April 25, 2000
WRITER CHANGED LIFESTYLE BY TAKING UP RUNNING TO GET IN SHAPE
by Kim Swint, Sports Writer
PeachSick and tired of being an overweight smoker and drinker, John Bingham decided to give running a try.
Little did he know what a major life-changing decision he had made. Bingham now travels all over the world going to races and then writing about his experiences in Runner's World magazine.
"Running worked for me, from the very first step," said Bingham, whose first career was as a bass trombone player for the National Theater in Washington D.C. He moved to Murfreesboro 10 years ago to teach music at MTSU.
"I had been living a sedentary lifestyle that had just gotten worse and worse. As a musician, I was working odd hours and eating and drinking all the time."
To get fit, Bingham started riding his bike, but a business trip threatened his new fitness commitment.
"I couldn't take the bike with me, so, in 1991 I bought my first pair of running shoes," said Bingham, who is the honorary race director for the Country Music Marathon on Saturday.
"Running was very liberating for me -- there was just something very honest about it. Maybe it's because you can't really kid anybody when you're running -- you're only as fast as you are."
A friend convinced Bingham and his wife, Karen, to sign up for their first race -- a running and cycling event in Fayetteville.
"We had a ball, even though we were close to being last," Bingham said.
"Just seeing that first finish line is what hooked me."
When winter rolled around the Binghams signed up for the Tennessee State Park Running Tour.
"The running community was so warm and willing to accept us," Bingham said. "We learned that it's not necessarily about competition, it's about being part of a community."
As with many new runners, Bingham became a little too enthusiastic and signed up for his first marathon right away.
"I had no idea what I was doing. My knee blew up on me right at the beginning and I had to stop at the first mile marker," Bingham said of the 1992 Memphis Marathon.
He became even more determined and signed up for the Columbus Marathon the next year. This time, however, he actually trained for it and made it to the finish line -- all in one piece.
"It was a pivotal day in my life," he said. "I was able to accomplish unimaginable goals."
He said he "cried like a baby" after crossing that finish line.
Remember, this marathon madness thing can be highly contagious. After Karen Bingham saw her husband's enthusiasm, the next year she finished the Marine Corp Marathon in Washington D.C.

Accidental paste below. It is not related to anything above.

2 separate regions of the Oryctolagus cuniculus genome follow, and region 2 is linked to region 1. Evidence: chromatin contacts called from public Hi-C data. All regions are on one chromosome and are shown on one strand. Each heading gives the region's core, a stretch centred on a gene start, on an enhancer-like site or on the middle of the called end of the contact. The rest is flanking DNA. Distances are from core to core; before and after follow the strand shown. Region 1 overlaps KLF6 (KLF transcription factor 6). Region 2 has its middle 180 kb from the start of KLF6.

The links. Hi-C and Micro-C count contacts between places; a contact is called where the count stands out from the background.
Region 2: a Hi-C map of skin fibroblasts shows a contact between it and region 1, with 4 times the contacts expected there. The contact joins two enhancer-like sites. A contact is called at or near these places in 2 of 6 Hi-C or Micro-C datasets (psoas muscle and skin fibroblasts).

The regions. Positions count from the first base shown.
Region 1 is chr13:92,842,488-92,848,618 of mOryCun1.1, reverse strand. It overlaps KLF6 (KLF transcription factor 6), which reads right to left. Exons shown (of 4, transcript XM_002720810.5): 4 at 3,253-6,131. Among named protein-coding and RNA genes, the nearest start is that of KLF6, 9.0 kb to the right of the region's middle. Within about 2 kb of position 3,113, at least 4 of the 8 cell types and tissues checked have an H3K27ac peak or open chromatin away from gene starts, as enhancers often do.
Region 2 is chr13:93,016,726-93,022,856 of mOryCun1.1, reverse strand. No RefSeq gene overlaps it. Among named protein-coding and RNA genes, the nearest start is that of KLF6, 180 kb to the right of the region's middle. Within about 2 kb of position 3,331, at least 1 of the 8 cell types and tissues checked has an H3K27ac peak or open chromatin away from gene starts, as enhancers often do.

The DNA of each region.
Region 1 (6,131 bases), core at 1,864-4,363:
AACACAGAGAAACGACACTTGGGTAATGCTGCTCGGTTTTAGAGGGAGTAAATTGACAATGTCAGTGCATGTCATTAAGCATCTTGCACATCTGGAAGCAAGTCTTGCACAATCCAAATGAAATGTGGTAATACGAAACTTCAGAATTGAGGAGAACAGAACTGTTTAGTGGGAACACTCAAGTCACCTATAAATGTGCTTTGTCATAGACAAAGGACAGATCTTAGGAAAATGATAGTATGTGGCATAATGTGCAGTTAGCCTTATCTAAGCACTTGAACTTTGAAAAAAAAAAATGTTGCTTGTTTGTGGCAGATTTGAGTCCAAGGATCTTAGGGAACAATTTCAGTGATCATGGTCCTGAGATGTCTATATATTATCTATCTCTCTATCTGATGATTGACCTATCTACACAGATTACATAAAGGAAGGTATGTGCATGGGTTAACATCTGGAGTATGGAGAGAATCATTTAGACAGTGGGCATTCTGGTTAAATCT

John Bingham said he found a Web site called the Dead Runners Society that published long stories about running experiences and posted his first story about running races as a slower runner or "back of the packer."
"After I posted my first story, people were writing back saying, 'Gee, that was really clever. Do another one. So I did," he recalled.
One of his readers had connections with Amby Burfoot, the editor for Runner's World, who called Bingham.
Thus began the Penguin Chronicles. It's humor and entertainment with insight from the recreational runner who loves racing.
After 20 marathons and at least 250 races, Bingham's writing and racing schedule became so demanding he had to quit his teaching job so he could write and speak at various functions.
"I spent 300 days on the road last year," he said. "Basically, I can't say no to people, when it comes to running. I want everyone to know that normal people can do extraordinary things -- if I can do it they can do it.
That's why when the Country Music Marathon was announced, the Binghams teamed up with the Nashville Striders to help organize pace groups for those who were signing up for the event.
Several of his Penguins (runners slower than five hours) will be out on the course and the Binghams will be right there with them.
"My best marathon is four hours and 35 minutes, but I usually finish most of them closer to five hours," said Bingham, who published his first book, The Courage to Start, last year.
"I feel like, 'Hey, I'm having so much fun why should I hurry?' "
For more information on various pace groups, contact the Nashville Striders at 279-9971.
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